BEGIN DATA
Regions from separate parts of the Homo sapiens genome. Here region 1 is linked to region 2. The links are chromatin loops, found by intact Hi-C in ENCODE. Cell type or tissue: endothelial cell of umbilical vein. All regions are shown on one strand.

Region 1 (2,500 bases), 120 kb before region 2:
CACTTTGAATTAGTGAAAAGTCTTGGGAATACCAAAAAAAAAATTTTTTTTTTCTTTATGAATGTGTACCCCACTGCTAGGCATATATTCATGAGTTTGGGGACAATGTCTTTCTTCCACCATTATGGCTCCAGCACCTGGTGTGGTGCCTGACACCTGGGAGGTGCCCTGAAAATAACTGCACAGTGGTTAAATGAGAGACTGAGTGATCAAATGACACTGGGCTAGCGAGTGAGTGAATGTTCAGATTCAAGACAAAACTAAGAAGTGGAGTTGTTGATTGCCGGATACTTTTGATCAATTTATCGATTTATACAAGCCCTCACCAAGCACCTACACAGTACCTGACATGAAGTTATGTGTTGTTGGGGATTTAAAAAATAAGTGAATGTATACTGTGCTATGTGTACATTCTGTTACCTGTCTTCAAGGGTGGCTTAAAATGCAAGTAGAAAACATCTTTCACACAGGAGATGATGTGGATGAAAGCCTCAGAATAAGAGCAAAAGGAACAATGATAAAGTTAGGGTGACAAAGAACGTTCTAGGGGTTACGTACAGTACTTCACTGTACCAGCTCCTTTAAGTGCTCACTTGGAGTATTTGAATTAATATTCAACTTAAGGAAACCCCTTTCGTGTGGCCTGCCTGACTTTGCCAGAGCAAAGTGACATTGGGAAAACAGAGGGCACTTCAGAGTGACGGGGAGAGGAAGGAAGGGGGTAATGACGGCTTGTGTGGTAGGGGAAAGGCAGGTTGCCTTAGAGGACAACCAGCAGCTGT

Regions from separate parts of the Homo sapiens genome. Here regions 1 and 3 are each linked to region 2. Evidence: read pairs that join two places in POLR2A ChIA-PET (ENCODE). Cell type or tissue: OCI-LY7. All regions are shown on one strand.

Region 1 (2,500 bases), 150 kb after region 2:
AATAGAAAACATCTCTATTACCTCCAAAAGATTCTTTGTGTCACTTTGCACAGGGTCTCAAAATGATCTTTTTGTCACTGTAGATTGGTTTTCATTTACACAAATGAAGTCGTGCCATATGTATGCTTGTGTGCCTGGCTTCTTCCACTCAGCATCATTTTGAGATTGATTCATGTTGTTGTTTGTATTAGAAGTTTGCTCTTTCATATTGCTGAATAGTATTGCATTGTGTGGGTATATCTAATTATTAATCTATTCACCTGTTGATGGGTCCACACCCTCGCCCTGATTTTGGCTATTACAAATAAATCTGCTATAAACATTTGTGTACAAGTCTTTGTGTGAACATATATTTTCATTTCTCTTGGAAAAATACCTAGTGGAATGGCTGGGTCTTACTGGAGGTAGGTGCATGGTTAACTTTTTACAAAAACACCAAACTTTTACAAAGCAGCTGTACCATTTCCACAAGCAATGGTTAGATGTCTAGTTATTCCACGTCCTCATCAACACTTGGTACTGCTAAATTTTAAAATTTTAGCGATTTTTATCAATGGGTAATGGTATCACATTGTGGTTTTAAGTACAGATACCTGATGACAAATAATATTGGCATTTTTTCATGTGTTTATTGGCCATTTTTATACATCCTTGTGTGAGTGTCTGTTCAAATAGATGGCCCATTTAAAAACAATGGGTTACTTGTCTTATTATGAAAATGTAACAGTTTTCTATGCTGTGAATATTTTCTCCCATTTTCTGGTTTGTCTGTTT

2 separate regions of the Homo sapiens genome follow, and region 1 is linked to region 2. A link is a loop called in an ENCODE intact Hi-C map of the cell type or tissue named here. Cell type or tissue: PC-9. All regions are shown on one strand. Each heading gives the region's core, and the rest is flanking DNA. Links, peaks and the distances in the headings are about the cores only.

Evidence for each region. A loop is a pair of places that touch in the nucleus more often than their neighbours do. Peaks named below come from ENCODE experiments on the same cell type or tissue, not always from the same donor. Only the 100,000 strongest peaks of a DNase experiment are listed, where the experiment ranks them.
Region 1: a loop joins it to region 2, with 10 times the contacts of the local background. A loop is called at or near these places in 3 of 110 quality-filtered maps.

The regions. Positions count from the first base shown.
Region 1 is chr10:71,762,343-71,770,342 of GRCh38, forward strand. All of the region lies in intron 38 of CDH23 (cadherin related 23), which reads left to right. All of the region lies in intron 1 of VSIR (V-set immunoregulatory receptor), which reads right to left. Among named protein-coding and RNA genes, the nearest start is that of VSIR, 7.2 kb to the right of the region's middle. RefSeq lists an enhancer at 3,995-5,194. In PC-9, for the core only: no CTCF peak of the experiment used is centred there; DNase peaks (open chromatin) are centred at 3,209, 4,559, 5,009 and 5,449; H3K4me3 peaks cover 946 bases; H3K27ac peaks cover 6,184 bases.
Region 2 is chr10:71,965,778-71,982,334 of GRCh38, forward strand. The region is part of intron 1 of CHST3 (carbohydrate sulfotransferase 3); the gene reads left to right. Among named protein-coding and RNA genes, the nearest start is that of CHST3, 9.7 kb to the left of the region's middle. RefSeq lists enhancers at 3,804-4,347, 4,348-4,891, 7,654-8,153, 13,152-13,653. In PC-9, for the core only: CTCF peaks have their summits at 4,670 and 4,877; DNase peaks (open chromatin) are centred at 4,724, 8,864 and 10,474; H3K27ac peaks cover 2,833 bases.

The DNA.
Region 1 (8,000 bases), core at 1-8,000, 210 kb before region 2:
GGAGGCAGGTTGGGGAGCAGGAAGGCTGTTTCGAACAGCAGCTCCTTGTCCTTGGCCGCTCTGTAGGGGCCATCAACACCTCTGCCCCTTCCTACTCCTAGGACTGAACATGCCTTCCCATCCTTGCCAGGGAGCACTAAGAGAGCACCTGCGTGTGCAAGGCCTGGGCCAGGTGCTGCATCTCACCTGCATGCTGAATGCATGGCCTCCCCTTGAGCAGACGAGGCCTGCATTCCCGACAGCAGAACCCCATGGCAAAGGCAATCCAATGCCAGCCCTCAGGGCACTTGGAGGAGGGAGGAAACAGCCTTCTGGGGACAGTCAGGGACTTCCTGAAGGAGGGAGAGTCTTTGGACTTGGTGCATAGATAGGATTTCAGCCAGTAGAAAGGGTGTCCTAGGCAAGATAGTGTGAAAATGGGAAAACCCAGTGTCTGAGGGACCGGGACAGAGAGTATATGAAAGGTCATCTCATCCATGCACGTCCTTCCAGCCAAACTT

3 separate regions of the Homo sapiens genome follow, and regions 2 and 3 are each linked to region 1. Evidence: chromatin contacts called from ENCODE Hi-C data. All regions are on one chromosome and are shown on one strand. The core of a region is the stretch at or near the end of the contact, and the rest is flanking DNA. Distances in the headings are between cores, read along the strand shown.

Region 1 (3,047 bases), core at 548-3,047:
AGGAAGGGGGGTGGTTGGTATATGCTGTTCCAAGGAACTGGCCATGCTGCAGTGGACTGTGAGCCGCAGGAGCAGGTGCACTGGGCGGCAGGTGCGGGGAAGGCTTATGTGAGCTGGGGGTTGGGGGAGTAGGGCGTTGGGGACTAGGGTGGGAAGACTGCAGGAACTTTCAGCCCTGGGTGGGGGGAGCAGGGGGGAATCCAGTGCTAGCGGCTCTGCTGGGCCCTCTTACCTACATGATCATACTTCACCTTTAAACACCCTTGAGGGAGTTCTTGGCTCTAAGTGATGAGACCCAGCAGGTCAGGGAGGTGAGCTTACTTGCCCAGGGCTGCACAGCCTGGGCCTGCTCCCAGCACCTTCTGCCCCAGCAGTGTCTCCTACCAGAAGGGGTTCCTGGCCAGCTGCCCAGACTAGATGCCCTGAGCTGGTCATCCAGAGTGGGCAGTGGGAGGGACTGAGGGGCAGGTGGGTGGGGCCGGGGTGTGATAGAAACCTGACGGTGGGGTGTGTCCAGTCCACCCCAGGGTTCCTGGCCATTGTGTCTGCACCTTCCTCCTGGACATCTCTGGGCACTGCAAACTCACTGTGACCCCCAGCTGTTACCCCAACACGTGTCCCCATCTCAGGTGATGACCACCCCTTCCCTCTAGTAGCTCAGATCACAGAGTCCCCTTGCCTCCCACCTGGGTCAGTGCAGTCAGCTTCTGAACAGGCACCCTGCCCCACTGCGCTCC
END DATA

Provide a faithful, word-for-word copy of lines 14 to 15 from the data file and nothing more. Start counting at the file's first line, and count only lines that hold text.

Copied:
Region 1 (8,000 bases), core at 1-8,000, 210 kb before region 2:
GGAGGCAGGTTGGGGAGCAGGAAGGCTGTTTCGAACAGCAGCTCCTTGTCCTTGGCCGCTCTGTAGGGGCCATCAACACCTCTGCCCCTTCCTACTCCTAGGACTGAACATGCCTTCCCATCCTTGCCAGGGAGCACTAAGAGAGCACCTGCGTGTGCAAGGCCTGGGCCAGGTGCTGCATCTCACCTGCATGCTGAATGCATGGCCTCCCCTTGAGCAGACGAGGCCTGCATTCCCGACAGCAGAACCCCATGGCAAAGGCAATCCAATGCCAGCCCTCAGGGCACTTGGAGGAGGGAGGAAACAGCCTTCTGGGGACAGTCAGGGACTTCCTGAAGGAGGGAGAGTCTTTGGACTTGGTGCATAGATAGGATTTCAGCCAGTAGAAAGGGTGTCCTAGGCAAGATAGTGTGAAAATGGGAAAACCCAGTGTCTGAGGGACCGGGACAGAGAGTATATGAAAGGTCATCTCATCCATGCACGTCCTTCCAGCCAAACTT